IDEAS home Printed from
   My bibliography  Save this paper

Pricing-to-market, sectoral shocks and gains from monetary cooperation


  • Bastiaan Verhoef


Recent literature states that international monetary cooperation results in substantial welfare gains in an environment with imperfectly correlated sectoral shocks and with prices only set in firms (domestic) currency. However, empirical studies provide evidence that firms not only set their prices in their own currency, but in foreign currency as well. The question is whether the result of substantial welfare gains due to imperfectly correlated sector-specific shocks applies to the case where firms in the tradable sector apply pricing-to-market, i.e. prices are set in both domestic and foreign currency. This paper finds that this is not the case. For imperfectly correlated sectoral shocks and local currency pricing, welfare benefits of international monetary cooperation are fairly small.

Suggested Citation

  • Bastiaan Verhoef, 2006. "Pricing-to-market, sectoral shocks and gains from monetary cooperation," DNB Working Papers 110, Netherlands Central Bank, Research Department.
  • Handle: RePEc:dnb:dnbwpp:110

    Download full text from publisher

    File URL:
    Download Restriction: no

    References listed on IDEAS

    1. Obstfeld, Maurice & Rogoff, Kenneth, 1995. "Exchange Rate Dynamics Redux," Journal of Political Economy, University of Chicago Press, vol. 103(3), pages 624-660, June.
    2. Maurice Obstfeld & Kenneth Rogoff, 2002. "Global Implications of Self-Oriented National Monetary Rules," The Quarterly Journal of Economics, Oxford University Press, vol. 117(2), pages 503-535.
    3. Duarte, Margarida & Obstfeld, Maurice, 2008. "Monetary policy in the open economy revisited: The case for exchange-rate flexibility restored," Journal of International Money and Finance, Elsevier, vol. 27(6), pages 949-957, October.
    4. Lane, Philip R., 2001. "The new open economy macroeconomics: a survey," Journal of International Economics, Elsevier, vol. 54(2), pages 235-266, August.
    5. Michael B. Devereux & Charles Engel, 2003. "Monetary Policy in the Open Economy Revisited: Price Setting and Exchange-Rate Flexibility," Review of Economic Studies, Oxford University Press, vol. 70(4), pages 765-783.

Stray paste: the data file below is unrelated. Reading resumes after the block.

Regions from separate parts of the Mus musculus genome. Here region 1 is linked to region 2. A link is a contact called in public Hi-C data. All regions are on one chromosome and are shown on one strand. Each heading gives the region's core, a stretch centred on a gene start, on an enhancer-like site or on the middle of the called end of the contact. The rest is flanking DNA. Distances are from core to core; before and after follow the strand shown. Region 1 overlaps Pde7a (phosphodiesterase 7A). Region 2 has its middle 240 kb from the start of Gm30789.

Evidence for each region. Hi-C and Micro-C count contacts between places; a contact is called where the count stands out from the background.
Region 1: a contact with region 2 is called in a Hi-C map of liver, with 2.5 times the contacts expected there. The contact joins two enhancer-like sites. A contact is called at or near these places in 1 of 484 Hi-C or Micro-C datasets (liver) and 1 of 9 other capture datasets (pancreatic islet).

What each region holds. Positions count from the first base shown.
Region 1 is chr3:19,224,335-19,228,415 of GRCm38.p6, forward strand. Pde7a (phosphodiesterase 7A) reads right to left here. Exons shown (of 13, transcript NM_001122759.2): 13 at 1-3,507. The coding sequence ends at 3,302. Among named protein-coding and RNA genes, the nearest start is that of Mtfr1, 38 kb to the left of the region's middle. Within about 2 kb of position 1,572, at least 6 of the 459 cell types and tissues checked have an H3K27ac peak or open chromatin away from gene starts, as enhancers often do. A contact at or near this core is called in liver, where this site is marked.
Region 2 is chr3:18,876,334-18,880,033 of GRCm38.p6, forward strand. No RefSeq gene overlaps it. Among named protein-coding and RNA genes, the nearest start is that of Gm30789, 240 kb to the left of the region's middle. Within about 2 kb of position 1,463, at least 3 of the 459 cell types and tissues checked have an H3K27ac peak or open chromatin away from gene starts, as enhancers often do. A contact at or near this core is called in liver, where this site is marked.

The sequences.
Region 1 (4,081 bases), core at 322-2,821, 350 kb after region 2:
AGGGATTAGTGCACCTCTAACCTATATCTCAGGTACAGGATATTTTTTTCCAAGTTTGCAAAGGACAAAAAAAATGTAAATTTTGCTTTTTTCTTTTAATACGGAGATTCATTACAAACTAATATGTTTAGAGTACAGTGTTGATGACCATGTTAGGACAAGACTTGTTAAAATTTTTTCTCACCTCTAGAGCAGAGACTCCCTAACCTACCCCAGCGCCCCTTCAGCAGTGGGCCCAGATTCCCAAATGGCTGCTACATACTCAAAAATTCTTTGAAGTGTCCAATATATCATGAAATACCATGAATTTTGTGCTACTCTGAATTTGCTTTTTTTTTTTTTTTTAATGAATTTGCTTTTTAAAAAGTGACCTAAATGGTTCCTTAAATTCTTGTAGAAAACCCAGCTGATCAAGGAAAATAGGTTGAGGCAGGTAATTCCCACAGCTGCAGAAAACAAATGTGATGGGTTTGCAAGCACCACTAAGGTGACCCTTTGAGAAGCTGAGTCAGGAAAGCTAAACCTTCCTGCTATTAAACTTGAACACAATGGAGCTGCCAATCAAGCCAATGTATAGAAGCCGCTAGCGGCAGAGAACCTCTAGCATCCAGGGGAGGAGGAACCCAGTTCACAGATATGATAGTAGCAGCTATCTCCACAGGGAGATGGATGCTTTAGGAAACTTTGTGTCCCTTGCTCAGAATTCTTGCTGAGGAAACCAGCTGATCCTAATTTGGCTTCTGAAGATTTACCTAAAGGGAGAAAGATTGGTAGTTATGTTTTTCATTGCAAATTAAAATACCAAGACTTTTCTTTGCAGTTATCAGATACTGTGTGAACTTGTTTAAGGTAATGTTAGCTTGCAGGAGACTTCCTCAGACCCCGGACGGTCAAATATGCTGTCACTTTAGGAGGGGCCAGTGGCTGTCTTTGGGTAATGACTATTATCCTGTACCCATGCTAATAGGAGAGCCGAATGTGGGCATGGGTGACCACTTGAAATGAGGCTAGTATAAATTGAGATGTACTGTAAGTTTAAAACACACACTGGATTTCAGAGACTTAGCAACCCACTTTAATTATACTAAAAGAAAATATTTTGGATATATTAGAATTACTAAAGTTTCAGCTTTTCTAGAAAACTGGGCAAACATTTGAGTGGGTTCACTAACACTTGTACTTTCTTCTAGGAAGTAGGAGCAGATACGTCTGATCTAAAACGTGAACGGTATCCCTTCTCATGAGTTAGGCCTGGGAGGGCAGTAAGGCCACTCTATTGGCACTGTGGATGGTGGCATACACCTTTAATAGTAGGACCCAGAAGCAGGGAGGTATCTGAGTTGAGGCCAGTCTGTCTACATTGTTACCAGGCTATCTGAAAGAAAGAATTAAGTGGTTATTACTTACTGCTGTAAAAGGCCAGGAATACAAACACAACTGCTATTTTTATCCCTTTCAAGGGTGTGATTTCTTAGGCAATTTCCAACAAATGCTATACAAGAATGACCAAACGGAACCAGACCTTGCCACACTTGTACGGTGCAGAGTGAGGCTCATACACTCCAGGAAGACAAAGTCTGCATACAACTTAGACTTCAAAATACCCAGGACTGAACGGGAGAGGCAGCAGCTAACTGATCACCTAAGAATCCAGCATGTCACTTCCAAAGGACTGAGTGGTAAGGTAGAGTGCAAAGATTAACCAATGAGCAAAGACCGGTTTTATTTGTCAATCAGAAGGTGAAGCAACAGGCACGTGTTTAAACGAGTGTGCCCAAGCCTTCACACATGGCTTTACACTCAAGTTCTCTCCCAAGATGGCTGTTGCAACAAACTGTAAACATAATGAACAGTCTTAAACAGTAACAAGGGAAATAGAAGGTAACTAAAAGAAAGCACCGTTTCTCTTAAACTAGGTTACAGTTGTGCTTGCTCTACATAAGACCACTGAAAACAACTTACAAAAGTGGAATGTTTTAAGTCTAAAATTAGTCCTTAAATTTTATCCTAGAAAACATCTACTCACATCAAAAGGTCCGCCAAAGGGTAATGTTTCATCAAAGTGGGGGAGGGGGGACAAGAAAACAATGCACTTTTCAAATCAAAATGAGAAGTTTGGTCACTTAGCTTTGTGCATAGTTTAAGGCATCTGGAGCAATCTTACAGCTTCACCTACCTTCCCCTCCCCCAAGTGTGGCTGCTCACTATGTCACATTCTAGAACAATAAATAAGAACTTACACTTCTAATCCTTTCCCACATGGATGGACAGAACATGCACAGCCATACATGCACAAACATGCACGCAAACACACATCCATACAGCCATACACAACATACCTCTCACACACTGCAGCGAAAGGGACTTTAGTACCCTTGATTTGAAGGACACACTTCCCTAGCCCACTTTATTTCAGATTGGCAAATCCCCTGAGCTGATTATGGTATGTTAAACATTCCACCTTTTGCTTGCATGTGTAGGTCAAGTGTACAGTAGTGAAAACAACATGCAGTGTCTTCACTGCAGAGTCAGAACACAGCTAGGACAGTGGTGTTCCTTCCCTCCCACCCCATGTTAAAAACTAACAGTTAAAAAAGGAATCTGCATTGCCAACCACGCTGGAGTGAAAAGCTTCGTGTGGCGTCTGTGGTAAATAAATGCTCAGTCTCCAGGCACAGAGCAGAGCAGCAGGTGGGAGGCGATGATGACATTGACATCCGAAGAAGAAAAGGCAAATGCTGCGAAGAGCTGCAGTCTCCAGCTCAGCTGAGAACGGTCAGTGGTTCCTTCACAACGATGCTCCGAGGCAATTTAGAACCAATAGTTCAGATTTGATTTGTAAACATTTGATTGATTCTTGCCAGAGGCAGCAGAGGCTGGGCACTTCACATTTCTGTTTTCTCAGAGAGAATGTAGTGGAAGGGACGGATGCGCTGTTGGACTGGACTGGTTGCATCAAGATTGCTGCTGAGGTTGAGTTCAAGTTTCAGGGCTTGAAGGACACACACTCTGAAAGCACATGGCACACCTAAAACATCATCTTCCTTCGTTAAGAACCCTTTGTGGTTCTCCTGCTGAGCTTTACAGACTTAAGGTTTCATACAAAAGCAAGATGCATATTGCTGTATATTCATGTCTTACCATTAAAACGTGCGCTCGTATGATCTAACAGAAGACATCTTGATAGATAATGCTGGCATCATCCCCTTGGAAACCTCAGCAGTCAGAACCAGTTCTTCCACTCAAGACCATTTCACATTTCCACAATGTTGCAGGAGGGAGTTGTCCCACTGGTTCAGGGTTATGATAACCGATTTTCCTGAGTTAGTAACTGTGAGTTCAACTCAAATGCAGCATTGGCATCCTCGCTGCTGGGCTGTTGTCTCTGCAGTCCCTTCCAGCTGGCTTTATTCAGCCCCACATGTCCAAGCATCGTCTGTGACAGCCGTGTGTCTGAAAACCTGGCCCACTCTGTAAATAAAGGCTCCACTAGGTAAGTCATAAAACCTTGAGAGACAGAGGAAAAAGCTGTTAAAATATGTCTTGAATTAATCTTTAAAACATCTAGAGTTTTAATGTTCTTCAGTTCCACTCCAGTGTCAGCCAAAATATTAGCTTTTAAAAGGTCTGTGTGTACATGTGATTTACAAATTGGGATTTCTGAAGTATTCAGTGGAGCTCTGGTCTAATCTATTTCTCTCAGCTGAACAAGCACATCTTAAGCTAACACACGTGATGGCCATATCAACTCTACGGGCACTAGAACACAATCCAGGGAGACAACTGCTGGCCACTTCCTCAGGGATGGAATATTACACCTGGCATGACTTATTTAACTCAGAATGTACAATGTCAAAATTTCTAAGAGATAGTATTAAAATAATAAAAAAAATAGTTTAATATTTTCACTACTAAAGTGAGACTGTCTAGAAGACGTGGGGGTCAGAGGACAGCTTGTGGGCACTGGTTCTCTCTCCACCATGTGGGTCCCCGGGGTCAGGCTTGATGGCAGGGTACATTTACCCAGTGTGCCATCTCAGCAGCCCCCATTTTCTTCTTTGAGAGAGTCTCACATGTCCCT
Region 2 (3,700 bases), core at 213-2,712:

6. Pinelopi Koujianou Goldberg & Michael M. Knetter, 1997. "Goods Prices and Exchange Rates: What Have We Learned?," Journal of Economic Literature, American Economic Association, vol. 35(3), pages 1243-1272, September.
    7. Wolfram Berger, 2007. "Optimal Monetary Policy and Sectoral Shocks: Is International Monetary Cooperation Beneficial?," Scandinavian Journal of Economics, Wiley Blackwell, vol. 109(2), pages 267-290, June.
    8. Corsetti, Giancarlo & Pesenti, Paolo, 2005. "International dimensions of optimal monetary policy," Journal of Monetary Economics, Elsevier, vol. 52(2), pages 281-305, March.
    9. Alan Sutherland, 2002. "International monetary policy coordination and financial market integration," International Finance Discussion Papers 751, Board of Governors of the Federal Reserve System (U.S.).
    10. José Manuel Campa & Linda S. Goldberg, 2005. "Exchange Rate Pass-Through into Import Prices," The Review of Economics and Statistics, MIT Press, vol. 87(4), pages 679-690, November.
    11. Giancarlo Corsetti & Paolo Pesenti, 2001. "Welfare and Macroeconomic Interdependence," The Quarterly Journal of Economics, Oxford University Press, vol. 116(2), pages 421-445.
    12. Obstfeld, Maurice & Rogoff, Kenneth, 2000. "New directions for stochastic open economy models," Journal of International Economics, Elsevier, vol. 50(1), pages 117-153, February.
    13. V. V Chari & Patrick J. Kehoe & Ellen R. McGrattan, 2002. "Can Sticky Price Models Generate Volatile and Persistent Real Exchange Rates?," Review of Economic Studies, Oxford University Press, vol. 69(3), pages 533-563.
    14. Giancarlo Corsetti & Paolo Pesenti, 2009. "The Simple Geometry of Transmission and Stabilization in Closed and Open Economies," NBER Chapters,in: NBER International Seminar on Macroeconomics 2007, pages 65-116 National Bureau of Economic Research, Inc.